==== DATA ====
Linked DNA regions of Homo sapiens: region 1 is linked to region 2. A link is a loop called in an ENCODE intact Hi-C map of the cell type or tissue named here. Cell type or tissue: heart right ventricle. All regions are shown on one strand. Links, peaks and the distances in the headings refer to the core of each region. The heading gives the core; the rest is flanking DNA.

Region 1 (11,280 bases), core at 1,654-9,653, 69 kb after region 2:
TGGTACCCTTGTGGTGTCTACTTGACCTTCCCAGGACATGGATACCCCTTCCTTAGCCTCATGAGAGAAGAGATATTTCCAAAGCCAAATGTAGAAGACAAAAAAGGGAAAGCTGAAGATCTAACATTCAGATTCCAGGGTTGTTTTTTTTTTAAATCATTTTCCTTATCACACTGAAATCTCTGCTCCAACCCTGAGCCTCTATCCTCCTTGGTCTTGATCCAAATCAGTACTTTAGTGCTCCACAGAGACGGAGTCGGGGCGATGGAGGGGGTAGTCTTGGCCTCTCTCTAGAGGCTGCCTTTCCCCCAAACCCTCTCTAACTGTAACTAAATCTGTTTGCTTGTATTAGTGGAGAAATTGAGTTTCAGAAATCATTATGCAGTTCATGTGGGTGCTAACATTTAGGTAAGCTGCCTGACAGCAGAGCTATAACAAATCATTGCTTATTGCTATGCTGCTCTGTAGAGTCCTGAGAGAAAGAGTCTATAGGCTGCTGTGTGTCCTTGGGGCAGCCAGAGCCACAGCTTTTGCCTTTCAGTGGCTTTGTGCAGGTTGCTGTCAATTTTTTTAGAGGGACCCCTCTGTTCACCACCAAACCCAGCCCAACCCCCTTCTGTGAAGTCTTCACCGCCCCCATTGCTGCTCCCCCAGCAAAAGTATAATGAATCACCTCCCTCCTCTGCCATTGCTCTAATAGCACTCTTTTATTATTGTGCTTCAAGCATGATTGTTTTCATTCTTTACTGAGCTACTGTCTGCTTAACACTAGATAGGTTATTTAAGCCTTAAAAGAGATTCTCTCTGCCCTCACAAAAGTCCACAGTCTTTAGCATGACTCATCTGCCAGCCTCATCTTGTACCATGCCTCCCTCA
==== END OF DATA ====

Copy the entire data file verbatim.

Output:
Linked DNA regions of Homo sapiens: region 1 is linked to region 2. A link is a loop called in an ENCODE intact Hi-C map of the cell type or tissue named here. Cell type or tissue: heart right ventricle. All regions are shown on one strand. Links, peaks and the distances in the headings refer to the core of each region. The heading gives the core; the rest is flanking DNA.

Region 1 (11,280 bases), core at 1,654-9,653, 69 kb after region 2:
TGGTACCCTTGTGGTGTCTACTTGACCTTCCCAGGACATGGATACCCCTTCCTTAGCCTCATGAGAGAAGAGATATTTCCAAAGCCAAATGTAGAAGACAAAAAAGGGAAAGCTGAAGATCTAACATTCAGATTCCAGGGTTGTTTTTTTTTTAAATCATTTTCCTTATCACACTGAAATCTCTGCTCCAACCCTGAGCCTCTATCCTCCTTGGTCTTGATCCAAATCAGTACTTTAGTGCTCCACAGAGACGGAGTCGGGGCGATGGAGGGGGTAGTCTTGGCCTCTCTCTAGAGGCTGCCTTTCCCCCAAACCCTCTCTAACTGTAACTAAATCTGTTTGCTTGTATTAGTGGAGAAATTGAGTTTCAGAAATCATTATGCAGTTCATGTGGGTGCTAACATTTAGGTAAGCTGCCTGACAGCAGAGCTATAACAAATCATTGCTTATTGCTATGCTGCTCTGTAGAGTCCTGAGAGAAAGAGTCTATAGGCTGCTGTGTGTCCTTGGGGCAGCCAGAGCCACAGCTTTTGCCTTTCAGTGGCTTTGTGCAGGTTGCTGTCAATTTTTTTAGAGGGACCCCTCTGTTCACCACCAAACCCAGCCCAACCCCCTTCTGTGAAGTCTTCACCGCCCCCATTGCTGCTCCCCCAGCAAAAGTATAATGAATCACCTCCCTCCTCTGCCATTGCTCTAATAGCACTCTTTTATTATTGTGCTTCAAGCATGATTGTTTTCATTCTTTACTGAGCTACTGTCTGCTTAACACTAGATAGGTTATTTAAGCCTTAAAAGAGATTCTCTCTGCCCTCACAAAAGTCCACAGTCTTTAGCATGACTCATCTGCCAGCCTCATCTTGTACCATGCCTCCCTCA